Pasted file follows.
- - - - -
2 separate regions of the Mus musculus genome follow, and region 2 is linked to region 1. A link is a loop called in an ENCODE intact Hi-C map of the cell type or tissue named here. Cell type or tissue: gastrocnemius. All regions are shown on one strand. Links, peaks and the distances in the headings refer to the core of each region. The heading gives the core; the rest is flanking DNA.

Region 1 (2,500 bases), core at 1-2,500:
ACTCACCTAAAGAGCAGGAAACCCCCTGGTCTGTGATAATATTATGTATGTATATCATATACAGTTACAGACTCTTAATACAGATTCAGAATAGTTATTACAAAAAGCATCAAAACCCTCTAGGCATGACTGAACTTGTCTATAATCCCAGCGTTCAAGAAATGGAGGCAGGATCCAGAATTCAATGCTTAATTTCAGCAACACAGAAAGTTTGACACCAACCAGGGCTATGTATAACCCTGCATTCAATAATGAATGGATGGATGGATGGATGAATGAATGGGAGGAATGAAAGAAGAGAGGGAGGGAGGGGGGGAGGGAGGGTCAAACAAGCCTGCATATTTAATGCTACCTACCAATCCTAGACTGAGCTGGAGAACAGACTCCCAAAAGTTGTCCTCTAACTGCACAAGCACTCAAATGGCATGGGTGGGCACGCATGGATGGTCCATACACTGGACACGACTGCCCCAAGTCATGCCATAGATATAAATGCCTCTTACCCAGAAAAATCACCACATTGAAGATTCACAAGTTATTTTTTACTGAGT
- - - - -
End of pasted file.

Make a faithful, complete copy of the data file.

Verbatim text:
2 separate regions of the Mus musculus genome follow, and region 2 is linked to region 1. A link is a loop called in an ENCODE intact Hi-C map of the cell type or tissue named here. Cell type or tissue: gastrocnemius. All regions are shown on one strand. Links, peaks and the distances in the headings refer to the core of each region. The heading gives the core; the rest is flanking DNA.

Region 1 (2,500 bases), core at 1-2,500:
ACTCACCTAAAGAGCAGGAAACCCCCTGGTCTGTGATAATATTATGTATGTATATCATATACAGTTACAGACTCTTAATACAGATTCAGAATAGTTATTACAAAAAGCATCAAAACCCTCTAGGCATGACTGAACTTGTCTATAATCCCAGCGTTCAAGAAATGGAGGCAGGATCCAGAATTCAATGCTTAATTTCAGCAACACAGAAAGTTTGACACCAACCAGGGCTATGTATAACCCTGCATTCAATAATGAATGGATGGATGGATGGATGAATGAATGGGAGGAATGAAAGAAGAGAGGGAGGGAGGGGGGGAGGGAGGGTCAAACAAGCCTGCATATTTAATGCTACCTACCAATCCTAGACTGAGCTGGAGAACAGACTCCCAAAAGTTGTCCTCTAACTGCACAAGCACTCAAATGGCATGGGTGGGCACGCATGGATGGTCCATACACTGGACACGACTGCCCCAAGTCATGCCATAGATATAAATGCCTCTTACCCAGAAAAATCACCACATTGAAGATTCACAAGTTATTTTTTACTGAGT